Qualitative analysis can get much more complicated and go far deeper than described it here, so if you’re looking for a deeper dive, great resources are Qualitative Research and Evaluation Methods by Michael Quinn Patton, or The Coding Manual for Qualitative Researchers by Johnny Saldana. Or, talk to someone on the Applied Research and Evaluation team.

Qualitative coding software helps with this coding process. You still have to do the thinking behind creating codes and assigning text to the codes, but the software can make the process easier and more organized. If we have mixed method data (numbers and words), the software helps make some connections between a participant's response to a number-based question (for example, their self-reported income) and how they responded to a qualitative question (for example, what they found most useful about the course). Some examples of commonly used qualitative coding software are NVivo, MAXQDA, and ATLAS.ti.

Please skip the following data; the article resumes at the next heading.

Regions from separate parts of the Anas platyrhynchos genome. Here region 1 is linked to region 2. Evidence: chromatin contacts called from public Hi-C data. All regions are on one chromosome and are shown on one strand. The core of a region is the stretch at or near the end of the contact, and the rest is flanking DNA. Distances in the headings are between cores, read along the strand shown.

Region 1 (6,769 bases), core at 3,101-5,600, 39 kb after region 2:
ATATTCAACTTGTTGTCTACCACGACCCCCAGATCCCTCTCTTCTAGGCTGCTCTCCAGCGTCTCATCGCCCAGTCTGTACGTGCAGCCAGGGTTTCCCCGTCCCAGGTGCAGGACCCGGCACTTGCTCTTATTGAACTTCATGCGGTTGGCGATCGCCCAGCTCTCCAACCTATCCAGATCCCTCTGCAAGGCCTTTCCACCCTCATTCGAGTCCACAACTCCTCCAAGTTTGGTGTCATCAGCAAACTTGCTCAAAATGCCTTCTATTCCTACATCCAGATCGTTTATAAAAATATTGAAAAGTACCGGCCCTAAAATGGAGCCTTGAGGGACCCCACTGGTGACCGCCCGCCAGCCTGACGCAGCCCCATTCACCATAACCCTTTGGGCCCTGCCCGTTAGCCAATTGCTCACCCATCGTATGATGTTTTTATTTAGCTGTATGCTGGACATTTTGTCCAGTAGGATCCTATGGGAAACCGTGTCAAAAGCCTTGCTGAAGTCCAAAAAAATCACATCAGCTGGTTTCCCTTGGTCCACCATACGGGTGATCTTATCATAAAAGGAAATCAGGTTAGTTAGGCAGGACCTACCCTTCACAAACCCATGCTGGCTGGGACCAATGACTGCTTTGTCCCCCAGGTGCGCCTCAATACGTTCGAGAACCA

As Christian Schmieder, a qualitative research specialist at University of Wisconsin Extension, wrote in a blog post titled A Response to the Data Challenge, “Extensions and other complex organizations are expected to use data when they develop their programs and services; they are also expected to ground their communications and reports to stakeholders in rigorous data analysis.”

Data Jams: What Are They Good For? (Absolutely Something!)

headshot of Christian Schmieder
Christian Schmieder / LinkedIn